Gimranov D.O., Kosintsev P.A., Bachura O.P., Zhilin M.G., Kotov V.G., Rumyantsev M.M.

Small cave bear (U. ex gr. savini-rossicus) as a game species of prehistoric man

Imanay Cave is located in the Southern Urals (53°02' N, 56°26' E), at 420 m.a.s.l. A 9.5 m2 trench was excavated in the grotto in the inner part of the cave to examine the sediments. The accretion thickness was 1.2 m. The taphocoenosis of the Imanay Cave is of the Pleistocene age and contains about 10,000 specimens of bone remains of large mammals. They mostly belong to small cave bear (U. ex gr. savini-rossicus), and the remaining bones to species of the mammoth faunal complex (Lepus sp., Castor fiber, Marmota bobak, Canis lupus, Cuon alpinus, Vulpes vulpes, V. corsac, Meles sp., Gulo gulo, Martes sp., Mustela sp., Ursus kanivetz, U. arctos,
U. thibetanus,
Panthera ex gr. fossilis-spelaea, Mammuthus primigenius, Equus ferus, Coelodonta antiquitatis, Alces alces, Bison priscus, Saiga tatarica, Ovis ammon). In the layer with the bones, Middle Paleolithic stone artifacts were found, including several bifacial points. These tools have analogies in the Middle Paleolithic sites of the Caucasus region and Crimea. During excavations of the cave, the skull of a cave bear with artificial damage was found. The study of the artificial perforation on the skull was the purpose of the present paper. On the basis of dimensional and morphological features, it was established that the skull belongs to a small cave bear (U. ex gr. savini-rossicus). The skull was directly AMS radiocarbon dated to 34 940 ± 140 BP, IGANAMS-5652. Analysis of the growth layers in the teeth revealed that the animal died in winter at an age of 9-10 years. Trace evidence analysis showed, that the hole in the parietal region of the skull was made by a sharp bifacial flint point similar to the Middle Paleolithic points found in the cultural layer of the cave. The animal was killed during winter hibernation, most probably by stabbing with a spear. This is the first direct evidence of human hunting of a small cave bear. With the abundance of cave bear bones, the skull with the hole in it is the only evidence of human impact on this animal. There are no bones with traces of butchering and harvesting of the bone marrow.

Key words: small cave bear, Late Pleistocene, Middle Paleolithic, hunting, South Urals, Imanay Cave.


Durakov I.A., Mylnikova L.N.

Bronze-casting workshops of the Vengerovo-2 settlement (Baraba forest steppe)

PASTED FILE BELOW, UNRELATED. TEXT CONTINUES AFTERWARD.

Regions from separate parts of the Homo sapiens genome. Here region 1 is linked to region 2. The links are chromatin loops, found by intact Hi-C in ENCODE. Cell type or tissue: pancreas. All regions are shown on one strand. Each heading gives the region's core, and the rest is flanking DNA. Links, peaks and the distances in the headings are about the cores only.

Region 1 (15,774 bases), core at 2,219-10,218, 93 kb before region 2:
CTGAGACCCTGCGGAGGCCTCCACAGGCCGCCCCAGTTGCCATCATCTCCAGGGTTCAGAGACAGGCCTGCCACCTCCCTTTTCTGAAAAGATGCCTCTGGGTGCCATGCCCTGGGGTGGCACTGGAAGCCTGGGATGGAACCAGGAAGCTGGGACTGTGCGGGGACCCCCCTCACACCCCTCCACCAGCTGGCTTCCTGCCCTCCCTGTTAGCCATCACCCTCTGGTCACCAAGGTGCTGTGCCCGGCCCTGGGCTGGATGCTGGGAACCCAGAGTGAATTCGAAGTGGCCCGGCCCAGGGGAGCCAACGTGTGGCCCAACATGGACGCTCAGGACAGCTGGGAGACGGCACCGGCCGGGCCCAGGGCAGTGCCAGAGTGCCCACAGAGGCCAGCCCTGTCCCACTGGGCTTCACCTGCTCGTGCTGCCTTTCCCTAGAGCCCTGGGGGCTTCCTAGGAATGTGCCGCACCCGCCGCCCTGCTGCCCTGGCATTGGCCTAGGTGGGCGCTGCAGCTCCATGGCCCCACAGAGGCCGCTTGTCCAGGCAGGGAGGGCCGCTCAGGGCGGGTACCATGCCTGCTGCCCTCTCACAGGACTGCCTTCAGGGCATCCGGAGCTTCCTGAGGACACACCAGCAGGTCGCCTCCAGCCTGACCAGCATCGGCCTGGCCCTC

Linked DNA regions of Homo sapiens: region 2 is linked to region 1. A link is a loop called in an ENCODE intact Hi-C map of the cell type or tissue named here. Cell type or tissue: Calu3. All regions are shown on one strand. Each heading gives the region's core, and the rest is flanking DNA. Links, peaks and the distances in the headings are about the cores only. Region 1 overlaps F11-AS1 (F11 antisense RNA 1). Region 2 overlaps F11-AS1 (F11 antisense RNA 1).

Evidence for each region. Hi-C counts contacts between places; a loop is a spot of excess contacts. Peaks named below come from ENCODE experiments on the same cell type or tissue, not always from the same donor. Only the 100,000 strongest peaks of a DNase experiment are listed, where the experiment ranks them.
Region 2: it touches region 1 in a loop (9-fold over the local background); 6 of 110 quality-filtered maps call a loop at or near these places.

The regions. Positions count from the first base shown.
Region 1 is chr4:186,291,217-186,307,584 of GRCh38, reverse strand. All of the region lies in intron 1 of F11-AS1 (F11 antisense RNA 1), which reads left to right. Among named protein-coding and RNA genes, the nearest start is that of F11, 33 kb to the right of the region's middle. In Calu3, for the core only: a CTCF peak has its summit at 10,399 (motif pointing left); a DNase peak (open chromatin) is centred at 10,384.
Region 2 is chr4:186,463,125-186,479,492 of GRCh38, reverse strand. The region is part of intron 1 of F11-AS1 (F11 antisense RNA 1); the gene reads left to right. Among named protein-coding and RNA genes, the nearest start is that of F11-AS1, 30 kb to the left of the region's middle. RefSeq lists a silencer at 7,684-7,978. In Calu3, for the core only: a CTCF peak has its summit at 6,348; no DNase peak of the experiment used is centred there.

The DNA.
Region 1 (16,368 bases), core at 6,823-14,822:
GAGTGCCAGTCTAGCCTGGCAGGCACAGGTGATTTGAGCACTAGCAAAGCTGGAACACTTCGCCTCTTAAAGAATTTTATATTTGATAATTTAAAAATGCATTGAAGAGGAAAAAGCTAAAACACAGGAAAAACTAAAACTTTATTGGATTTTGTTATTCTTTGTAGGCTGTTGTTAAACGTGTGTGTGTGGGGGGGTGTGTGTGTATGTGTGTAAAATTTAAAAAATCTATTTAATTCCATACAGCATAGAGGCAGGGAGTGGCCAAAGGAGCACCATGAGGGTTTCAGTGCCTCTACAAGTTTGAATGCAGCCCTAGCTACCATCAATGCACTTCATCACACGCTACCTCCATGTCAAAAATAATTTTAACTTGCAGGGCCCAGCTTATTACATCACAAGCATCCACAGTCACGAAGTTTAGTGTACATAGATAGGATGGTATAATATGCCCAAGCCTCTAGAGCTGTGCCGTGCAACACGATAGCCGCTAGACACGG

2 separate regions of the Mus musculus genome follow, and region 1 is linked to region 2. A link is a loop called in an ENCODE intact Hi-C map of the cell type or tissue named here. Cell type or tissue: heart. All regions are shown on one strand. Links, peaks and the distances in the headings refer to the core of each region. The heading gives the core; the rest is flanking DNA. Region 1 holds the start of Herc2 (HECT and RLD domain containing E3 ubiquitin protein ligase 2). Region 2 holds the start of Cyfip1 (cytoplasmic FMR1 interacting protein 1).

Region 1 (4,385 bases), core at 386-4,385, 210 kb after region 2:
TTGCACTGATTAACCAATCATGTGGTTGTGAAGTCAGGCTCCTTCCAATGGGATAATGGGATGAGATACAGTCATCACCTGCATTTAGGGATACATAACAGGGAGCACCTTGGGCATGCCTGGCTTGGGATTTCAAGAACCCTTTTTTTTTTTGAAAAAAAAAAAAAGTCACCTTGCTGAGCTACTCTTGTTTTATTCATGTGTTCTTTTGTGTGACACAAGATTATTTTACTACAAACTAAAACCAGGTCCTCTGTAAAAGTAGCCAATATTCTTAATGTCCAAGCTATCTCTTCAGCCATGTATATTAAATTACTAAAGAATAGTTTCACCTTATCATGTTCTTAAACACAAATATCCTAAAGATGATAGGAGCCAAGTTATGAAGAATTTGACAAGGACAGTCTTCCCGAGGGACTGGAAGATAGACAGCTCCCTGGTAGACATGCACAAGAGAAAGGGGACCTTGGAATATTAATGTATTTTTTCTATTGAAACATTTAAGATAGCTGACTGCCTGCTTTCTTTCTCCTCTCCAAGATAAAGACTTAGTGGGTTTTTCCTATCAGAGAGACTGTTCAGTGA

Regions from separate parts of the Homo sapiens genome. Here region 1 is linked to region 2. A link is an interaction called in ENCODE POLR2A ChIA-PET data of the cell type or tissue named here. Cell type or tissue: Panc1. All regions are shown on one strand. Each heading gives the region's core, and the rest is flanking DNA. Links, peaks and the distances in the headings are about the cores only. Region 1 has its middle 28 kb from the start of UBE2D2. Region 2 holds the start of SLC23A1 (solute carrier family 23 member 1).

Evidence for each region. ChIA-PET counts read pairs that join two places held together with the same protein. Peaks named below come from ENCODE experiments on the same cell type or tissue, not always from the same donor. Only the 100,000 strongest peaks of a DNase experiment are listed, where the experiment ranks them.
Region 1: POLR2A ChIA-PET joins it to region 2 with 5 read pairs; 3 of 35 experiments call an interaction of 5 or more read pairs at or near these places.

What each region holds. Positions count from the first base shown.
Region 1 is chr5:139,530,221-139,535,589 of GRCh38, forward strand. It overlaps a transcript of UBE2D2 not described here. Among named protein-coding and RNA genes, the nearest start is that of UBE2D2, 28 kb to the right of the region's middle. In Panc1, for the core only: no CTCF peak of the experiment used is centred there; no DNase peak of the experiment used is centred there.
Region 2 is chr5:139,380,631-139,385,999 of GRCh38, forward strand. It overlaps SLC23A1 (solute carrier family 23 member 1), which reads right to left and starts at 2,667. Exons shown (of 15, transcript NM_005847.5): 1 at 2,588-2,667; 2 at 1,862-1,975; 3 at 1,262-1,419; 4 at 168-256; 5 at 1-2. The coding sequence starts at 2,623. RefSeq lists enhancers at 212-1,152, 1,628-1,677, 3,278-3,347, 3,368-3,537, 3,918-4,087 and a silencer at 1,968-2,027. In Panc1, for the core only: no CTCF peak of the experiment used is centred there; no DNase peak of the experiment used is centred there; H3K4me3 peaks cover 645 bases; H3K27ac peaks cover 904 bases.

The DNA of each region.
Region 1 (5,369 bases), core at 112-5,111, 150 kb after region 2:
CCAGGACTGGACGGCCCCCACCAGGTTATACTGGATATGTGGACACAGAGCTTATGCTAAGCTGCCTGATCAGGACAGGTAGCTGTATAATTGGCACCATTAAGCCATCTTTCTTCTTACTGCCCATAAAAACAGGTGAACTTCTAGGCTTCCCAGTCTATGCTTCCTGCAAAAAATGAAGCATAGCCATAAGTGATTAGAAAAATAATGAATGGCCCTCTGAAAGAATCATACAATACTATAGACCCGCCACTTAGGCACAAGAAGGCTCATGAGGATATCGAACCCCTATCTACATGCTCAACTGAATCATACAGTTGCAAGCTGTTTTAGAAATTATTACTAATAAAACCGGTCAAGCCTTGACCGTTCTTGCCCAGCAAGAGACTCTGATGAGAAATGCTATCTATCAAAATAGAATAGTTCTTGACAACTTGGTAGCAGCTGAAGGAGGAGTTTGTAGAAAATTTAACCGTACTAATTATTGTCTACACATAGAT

The formation of the early bronze-casting production in Baraba and the appearance of products of the Seima-Turbino type were completed within the 3rd early 2nd mil. BC during the existence of the Krotovo Culture. Plenty of work has been devoted to its characterization; the presence of bronze-casting on the sites has been noted, but special studies of this type of sources are extremely few. The purpose of this paper is to present the characteristics of the production areas associated with the processing of non-ferrous metals, based on materials of the Vengerovo-2 settlement of the Krotovo Culture. Production sites were studied in six dwellings of the settlement. The uniformity of the workshops has been revealed in terms of site planning and principles of organization of the production, although differences in scale have been noted. The use of two types of the forges has been recorded. In all these workshops and in other sites of the culture, a multifunctional sub-rectangular hearth buried in the ground with the walls and floor lined with fragments of ceramics or clay coating was found (with dimensions of 1.65×0.87–2.3×0.9×0.21–0.52 m). The second type of the forges is less common a small round or oval pit (0.4–0.5 m in diameter) with the bottom and walls lined with baked clay or fragments. The smelting was carried out with forced air supply. The casting of the metal was taking place next to the forge. Crushed bones were used as fuel. The production complex demonstrates extensive external economic and commercial ties. This is manifested by penetration of significant volumes of non-ferrous metal into the ore-barren areas of the Central Baraba, as well as by the presence of imported foundry equipment (molds made of marl and talc). The simultaneous presence inside the casters’ dwellings of bones of taiga-zone animals and those living in the southern, steppe regions indicates significant length of the supply routes. The specific features and unification of the production of the manufacturing equipment, nature of the work carried out, volume of heats, and a large number of similar-type forms suggest specialization of the village in the bronze casting production.